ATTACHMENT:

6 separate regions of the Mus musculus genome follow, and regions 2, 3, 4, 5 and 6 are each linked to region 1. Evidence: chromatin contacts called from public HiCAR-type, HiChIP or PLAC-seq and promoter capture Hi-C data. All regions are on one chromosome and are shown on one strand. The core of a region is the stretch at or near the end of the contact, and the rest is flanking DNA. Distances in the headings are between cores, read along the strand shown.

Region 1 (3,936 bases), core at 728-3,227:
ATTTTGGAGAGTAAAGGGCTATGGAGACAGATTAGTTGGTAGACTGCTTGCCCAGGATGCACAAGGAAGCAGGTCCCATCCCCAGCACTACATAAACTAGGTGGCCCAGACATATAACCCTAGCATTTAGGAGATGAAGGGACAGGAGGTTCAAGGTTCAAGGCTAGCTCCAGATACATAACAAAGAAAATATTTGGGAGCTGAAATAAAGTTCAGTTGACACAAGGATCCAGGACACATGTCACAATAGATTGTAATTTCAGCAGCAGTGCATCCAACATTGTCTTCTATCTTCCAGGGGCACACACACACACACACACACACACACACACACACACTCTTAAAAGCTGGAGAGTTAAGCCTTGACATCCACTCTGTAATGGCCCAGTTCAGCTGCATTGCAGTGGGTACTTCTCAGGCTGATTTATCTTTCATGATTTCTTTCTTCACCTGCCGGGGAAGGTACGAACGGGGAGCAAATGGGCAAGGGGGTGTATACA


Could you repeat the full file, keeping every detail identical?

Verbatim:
6 separate regions of the Mus musculus genome follow, and regions 2, 3, 4, 5 and 6 are each linked to region 1. Evidence: chromatin contacts called from public HiCAR-type, HiChIP or PLAC-seq and promoter capture Hi-C data. All regions are on one chromosome and are shown on one strand. The core of a region is the stretch at or near the end of the contact, and the rest is flanking DNA. Distances in the headings are between cores, read along the strand shown.

Region 1 (3,936 bases), core at 728-3,227:
ATTTTGGAGAGTAAAGGGCTATGGAGACAGATTAGTTGGTAGACTGCTTGCCCAGGATGCACAAGGAAGCAGGTCCCATCCCCAGCACTACATAAACTAGGTGGCCCAGACATATAACCCTAGCATTTAGGAGATGAAGGGACAGGAGGTTCAAGGTTCAAGGCTAGCTCCAGATACATAACAAAGAAAATATTTGGGAGCTGAAATAAAGTTCAGTTGACACAAGGATCCAGGACACATGTCACAATAGATTGTAATTTCAGCAGCAGTGCATCCAACATTGTCTTCTATCTTCCAGGGGCACACACACACACACACACACACACACACACACACACTCTTAAAAGCTGGAGAGTTAAGCCTTGACATCCACTCTGTAATGGCCCAGTTCAGCTGCATTGCAGTGGGTACTTCTCAGGCTGATTTATCTTTCATGATTTCTTTCTTCACCTGCCGGGGAAGGTACGAACGGGGAGCAAATGGGCAAGGGGGTGTATACA